1. The Convention of Politics: Israel
A poll this week within Israel indicated that a majority (54 percent) ofthe voters would have voted directly for Shimon Peres as president (inthe main, a ceremonial role). The determining vote, however, was castnot by the voters but by the Knesset, where a coalition of Likud,religious and Russian party supporters backed his opponent, MosheKatsav.
Katsav is a nearly invisible politician and Likud loyalist. He was givenlittle chance of being elected — until the anti-Barak sentiment withinthe Knesset picked up steam following the Camp David meetings. Inessence, the political parties in the Knesset chose Katsav over Peres.What the vote shows, among other things, is that Israel’s currentpolitical system has created a disjunction between the broad publicvoice(s) and the individual political parties with which many voters arealigned. Israeli elections function in the following way: Voters castballots directly for the Prime Minister, who leads the nation. They thencast separate ballots for their preferred political parties, each ofwhich has compiled a list of selected party candidates for seats in theKnesset. The candidates owe their position, and hence their loyalty, tothe party leaders. It is a bit like the old machine politics in Americancities, where political bosses reigned (nearly) supreme.
The new political rules were approved in 1993 but not put into effectuntil 1996 when Binyamin Netanyahu defeated Shimon Peres. They weredesigned to make the head of state directly responsible to the peopleand thereby free, or at least freer, of control by the multifariousparties in the Knesset. Previously the party or parties dominating thelegislature elected the Prime Minister, somewhat like politics in GreatBritain. It was a tight, closed enterprise, with more power vested inthe legislature and the voters given a somewhat indirect voice.
Presumably, all that was to have changed when direct elections were putinto place. Power to the people. But it has not quite worked out thatway. Now there is an awkward break between party politics, whichdominates the Knesset, versus a direct public voice, which supportsand/or opposes the Prime Minister. The public voice of course can befickle, ever-changing and undisciplined — somewhat like democracy inaction.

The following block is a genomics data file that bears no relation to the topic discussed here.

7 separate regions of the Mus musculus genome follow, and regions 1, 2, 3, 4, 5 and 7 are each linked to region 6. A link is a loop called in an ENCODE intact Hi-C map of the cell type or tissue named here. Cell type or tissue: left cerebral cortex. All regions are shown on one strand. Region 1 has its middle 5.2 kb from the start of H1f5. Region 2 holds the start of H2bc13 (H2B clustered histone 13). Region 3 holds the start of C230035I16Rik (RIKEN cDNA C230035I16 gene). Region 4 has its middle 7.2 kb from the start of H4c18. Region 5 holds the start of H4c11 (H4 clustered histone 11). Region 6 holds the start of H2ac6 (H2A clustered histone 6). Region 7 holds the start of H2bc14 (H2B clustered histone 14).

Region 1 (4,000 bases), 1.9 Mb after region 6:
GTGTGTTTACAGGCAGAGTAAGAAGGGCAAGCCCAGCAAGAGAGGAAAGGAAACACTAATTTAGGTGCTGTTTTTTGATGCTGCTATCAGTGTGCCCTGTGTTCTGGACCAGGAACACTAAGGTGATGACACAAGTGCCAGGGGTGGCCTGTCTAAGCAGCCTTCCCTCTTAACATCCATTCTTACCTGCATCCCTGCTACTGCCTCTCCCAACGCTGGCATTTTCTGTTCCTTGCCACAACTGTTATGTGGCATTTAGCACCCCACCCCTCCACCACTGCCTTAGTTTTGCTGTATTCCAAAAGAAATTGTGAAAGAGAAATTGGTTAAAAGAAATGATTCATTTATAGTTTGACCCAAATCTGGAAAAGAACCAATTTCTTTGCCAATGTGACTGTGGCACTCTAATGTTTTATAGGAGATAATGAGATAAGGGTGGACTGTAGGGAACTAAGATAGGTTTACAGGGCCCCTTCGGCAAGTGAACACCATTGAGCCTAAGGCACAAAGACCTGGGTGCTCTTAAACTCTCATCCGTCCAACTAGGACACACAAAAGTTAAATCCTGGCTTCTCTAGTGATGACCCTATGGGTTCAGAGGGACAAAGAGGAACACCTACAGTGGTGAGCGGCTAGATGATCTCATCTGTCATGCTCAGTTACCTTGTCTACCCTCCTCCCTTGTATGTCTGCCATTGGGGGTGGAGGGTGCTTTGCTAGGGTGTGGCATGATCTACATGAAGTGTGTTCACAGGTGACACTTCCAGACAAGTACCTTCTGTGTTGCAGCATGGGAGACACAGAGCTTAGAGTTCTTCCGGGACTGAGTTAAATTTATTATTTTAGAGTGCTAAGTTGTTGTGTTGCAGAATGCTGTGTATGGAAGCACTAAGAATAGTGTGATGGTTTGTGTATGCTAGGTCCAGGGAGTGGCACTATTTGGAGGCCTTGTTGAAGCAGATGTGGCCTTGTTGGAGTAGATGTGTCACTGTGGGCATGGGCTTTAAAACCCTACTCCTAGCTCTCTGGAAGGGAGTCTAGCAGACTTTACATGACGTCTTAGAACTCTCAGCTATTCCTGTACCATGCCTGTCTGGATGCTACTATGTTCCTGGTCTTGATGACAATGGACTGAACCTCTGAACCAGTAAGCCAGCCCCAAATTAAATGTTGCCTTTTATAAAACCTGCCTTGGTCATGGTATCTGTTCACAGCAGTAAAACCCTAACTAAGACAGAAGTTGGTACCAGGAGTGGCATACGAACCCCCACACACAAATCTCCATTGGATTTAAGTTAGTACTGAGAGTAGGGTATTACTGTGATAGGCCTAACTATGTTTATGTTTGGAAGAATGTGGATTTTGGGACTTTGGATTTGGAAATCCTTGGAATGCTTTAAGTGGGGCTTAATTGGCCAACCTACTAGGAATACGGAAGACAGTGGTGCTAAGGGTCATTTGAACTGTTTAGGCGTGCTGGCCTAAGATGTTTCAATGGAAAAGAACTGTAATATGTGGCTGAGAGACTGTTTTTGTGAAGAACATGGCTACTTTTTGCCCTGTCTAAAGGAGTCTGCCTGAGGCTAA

The stalemate — and that is what looks like has occurred in Israeltoday — has been given a respite, almost by accident. The Knessetadjourned this past week for a three-month break. That is just aboutenough time for Prime Minister Barak to work out a solution (or fail todo so) with Yasser Arafat before the September 13 peace negotiations’deadline.
It seems clear that the Knesset will have no truck with Barak or hissolutions. In the autumn, when the Knesset reconvenes, it will probablyvote to dissolve itself and the Prime Minister. New elections will becalled, and a new government will come into being.
There is no guarantee, however, that the results will be any different.They might be, but then again, they might not. It is all reminiscent ofFrench politics in the mid-1950s, when a succession of crises –conflicts in Vietnam and in Algeria, for example — caused one regimeafter another to stumble and fall. Political paralysis was the result,until something like a bloodless coup ushered in General Charles deGaulle. He changed everything (I would say for the better), but hispolicies almost led to a revolt by the military and the far right, whofelt betrayed by one of their own.
No one is predicting just how the political stalemate in Israel willplay out in the next three months. One fact is certain: Eventually thepolitical system will change. Given the present crisis, Israel has fewother options.
2. The Convention of Politics: America